Microsoft SideWinder X8 review
Microsoft’s latest assault on the gaming mouse market – the SideWinder X8 – is crammed with kit. The chunky, angular body of the mouse, for instance, is adorned with neat touches and helpful lights. Three small buttons sit above the chromed scroll-wheel and allow for quick switching between 4,000, 1,000 and 500dpi settings, and another button further up will automatically open up the Windows Vista Game Manager.
The X8 has plenty of buttons scattered around the busy-looking chassis, too. As well as the standard offerings, two vertical buttons that sit beneath the thumb can be programmed with macros for frequently used functions.
To the left of the central panel of buttons is a small, red LED screen that provides various status updates, depending on which feature of the X8 is in use. It’ll show which sensitivity you have selected, whether macro mode is enabled, and how much battery power is left if you’ve got the SideWinder plugged into the charger.
More gimmicks can be found within the wireless receiver. The small, magnetic charger affixes to the underside of the X8 with a satisfying weight and also allows it to be charged during use, and unscrewing the top of the receiver reveals two sets of feet that can be attached to the bottom of the SideWinder. Three are included in total, each offering a differing amount of friction; which set you use is up to personal preference, but we’re not convinced many people will genuinely notice and benefit from the difference.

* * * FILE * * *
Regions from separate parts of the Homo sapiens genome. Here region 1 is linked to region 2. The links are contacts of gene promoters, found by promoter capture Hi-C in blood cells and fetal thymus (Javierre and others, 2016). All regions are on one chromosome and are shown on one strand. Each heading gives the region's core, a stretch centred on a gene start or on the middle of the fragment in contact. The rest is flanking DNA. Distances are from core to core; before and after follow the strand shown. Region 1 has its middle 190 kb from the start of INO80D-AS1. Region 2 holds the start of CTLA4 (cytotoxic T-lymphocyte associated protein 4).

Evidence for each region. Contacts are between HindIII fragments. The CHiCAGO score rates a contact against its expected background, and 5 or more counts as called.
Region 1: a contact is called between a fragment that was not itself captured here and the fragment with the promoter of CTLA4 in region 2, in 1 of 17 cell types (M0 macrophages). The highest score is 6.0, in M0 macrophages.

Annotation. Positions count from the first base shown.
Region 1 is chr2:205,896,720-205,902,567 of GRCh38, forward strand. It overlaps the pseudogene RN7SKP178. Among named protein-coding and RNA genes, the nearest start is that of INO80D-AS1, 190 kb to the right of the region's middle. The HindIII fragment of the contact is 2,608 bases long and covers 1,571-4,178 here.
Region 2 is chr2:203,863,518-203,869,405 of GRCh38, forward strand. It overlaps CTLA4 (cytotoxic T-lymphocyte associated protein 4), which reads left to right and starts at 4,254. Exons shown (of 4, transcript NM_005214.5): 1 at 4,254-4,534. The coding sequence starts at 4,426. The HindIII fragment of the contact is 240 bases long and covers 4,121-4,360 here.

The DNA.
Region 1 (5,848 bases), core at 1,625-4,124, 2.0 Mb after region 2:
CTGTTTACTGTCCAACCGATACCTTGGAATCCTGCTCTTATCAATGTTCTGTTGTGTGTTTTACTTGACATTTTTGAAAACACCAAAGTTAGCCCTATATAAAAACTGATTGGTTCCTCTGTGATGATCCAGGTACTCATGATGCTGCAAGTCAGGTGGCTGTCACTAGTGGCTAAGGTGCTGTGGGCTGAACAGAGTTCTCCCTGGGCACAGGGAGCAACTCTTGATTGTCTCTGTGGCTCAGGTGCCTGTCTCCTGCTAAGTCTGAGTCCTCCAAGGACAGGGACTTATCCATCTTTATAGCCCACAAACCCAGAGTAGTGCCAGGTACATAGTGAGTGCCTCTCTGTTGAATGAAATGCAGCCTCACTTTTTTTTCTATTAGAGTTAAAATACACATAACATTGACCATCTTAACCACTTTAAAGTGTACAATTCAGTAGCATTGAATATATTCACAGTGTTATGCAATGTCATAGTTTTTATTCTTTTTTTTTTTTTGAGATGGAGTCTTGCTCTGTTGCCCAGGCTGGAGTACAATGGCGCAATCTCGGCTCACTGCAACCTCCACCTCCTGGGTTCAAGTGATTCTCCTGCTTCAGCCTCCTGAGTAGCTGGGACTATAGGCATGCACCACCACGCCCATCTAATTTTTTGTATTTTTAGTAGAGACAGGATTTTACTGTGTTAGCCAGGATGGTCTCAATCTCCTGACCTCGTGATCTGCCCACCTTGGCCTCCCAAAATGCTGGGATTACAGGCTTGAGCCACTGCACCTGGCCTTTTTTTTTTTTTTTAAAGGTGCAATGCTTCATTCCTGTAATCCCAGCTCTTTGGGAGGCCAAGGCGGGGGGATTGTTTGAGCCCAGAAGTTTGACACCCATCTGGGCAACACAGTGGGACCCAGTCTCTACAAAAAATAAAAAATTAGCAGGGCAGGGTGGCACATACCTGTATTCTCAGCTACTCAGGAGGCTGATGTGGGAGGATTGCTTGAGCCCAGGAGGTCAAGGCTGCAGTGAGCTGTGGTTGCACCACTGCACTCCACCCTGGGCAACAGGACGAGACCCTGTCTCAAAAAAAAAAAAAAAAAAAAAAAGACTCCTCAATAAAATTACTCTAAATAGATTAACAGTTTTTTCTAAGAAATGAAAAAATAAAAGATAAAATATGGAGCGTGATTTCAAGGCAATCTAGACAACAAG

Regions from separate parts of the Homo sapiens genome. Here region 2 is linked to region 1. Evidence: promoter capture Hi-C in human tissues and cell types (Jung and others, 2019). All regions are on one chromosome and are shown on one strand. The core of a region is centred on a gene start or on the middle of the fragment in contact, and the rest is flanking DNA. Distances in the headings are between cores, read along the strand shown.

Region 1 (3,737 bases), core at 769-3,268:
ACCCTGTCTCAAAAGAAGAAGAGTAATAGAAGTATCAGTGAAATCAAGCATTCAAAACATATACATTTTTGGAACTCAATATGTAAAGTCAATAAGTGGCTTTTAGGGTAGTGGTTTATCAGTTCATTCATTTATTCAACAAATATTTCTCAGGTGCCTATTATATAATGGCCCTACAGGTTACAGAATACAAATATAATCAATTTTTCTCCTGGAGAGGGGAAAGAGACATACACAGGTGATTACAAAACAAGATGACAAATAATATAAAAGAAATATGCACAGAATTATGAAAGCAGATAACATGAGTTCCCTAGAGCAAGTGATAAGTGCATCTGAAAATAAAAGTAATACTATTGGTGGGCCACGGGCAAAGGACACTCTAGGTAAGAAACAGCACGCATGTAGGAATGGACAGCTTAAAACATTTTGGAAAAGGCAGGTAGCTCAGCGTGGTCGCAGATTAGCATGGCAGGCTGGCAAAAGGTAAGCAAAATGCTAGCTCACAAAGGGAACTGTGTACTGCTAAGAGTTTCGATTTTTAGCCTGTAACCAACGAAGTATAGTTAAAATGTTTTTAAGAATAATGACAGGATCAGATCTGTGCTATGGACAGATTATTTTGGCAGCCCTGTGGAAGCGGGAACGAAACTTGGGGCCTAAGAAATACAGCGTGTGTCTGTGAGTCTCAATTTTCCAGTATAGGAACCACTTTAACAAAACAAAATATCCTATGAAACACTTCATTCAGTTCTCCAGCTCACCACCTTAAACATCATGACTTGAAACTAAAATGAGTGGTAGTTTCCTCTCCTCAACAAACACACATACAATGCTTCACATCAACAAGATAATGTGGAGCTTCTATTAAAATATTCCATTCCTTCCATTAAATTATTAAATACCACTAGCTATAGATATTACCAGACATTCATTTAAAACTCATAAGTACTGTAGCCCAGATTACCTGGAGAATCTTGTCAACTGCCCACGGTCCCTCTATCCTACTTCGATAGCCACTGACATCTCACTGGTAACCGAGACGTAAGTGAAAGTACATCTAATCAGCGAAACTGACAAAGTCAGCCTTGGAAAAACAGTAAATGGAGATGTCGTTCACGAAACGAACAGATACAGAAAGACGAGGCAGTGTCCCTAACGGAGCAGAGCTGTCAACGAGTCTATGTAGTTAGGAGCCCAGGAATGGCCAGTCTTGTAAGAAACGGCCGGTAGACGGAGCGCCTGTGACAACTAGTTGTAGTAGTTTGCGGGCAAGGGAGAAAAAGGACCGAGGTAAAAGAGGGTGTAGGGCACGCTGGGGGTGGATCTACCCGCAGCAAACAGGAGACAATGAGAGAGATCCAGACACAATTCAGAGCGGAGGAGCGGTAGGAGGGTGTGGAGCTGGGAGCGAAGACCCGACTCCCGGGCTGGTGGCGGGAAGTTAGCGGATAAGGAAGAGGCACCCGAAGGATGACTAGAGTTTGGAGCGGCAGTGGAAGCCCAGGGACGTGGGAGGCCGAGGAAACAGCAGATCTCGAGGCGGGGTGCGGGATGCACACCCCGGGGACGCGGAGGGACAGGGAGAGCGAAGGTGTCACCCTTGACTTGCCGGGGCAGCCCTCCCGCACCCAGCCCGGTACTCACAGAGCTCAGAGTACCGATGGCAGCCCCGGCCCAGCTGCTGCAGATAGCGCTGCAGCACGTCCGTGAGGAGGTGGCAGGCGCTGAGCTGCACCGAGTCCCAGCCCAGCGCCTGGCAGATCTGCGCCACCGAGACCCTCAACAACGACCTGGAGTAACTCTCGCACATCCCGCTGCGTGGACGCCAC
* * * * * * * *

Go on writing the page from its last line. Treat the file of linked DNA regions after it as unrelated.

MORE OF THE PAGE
Aside from its many gimmicks, the SideWinder X8 is a solid mouse, but it’s not without foibles. We found that the 1,000dpi setting was the most comfortable – only the most seasoned of gamers will be able to get the 4,000dpi, Bluetrack-powered high level under control – and that the mouse was both smooth and comfortable, with buttons in ideal positions. However, we found the scroll-wheel a major disappointment: despite feeling good under the finger, this didn’t translate to smooth movement, and we had to push uncomfortably hard to get consistent action.
There’s no doubt the X8 has many features that will endear it to hardcore and even professional gamers: the sensitivity settings, programmable buttons and interchangeable feet are somewhat gimmicky but will be appreciated, no doubt, by the small minority who are willing to pay £77 for a mouse.
That price, however, is the X8’s major stumbling block. For £77, we’d expect no less than perfection – the numerous attractive, gamer-friendly features can’t make up for the dodgy scroll-wheel, especially when Razer’s Diamondback 3G offers a similar experience for less than half the price. If you’re a serious gamer who demands the best, then the X8 should obviously be on your shortlist, but for almost everyone else it’s difficult to recommend a £77 mouse, no matter how good it is.
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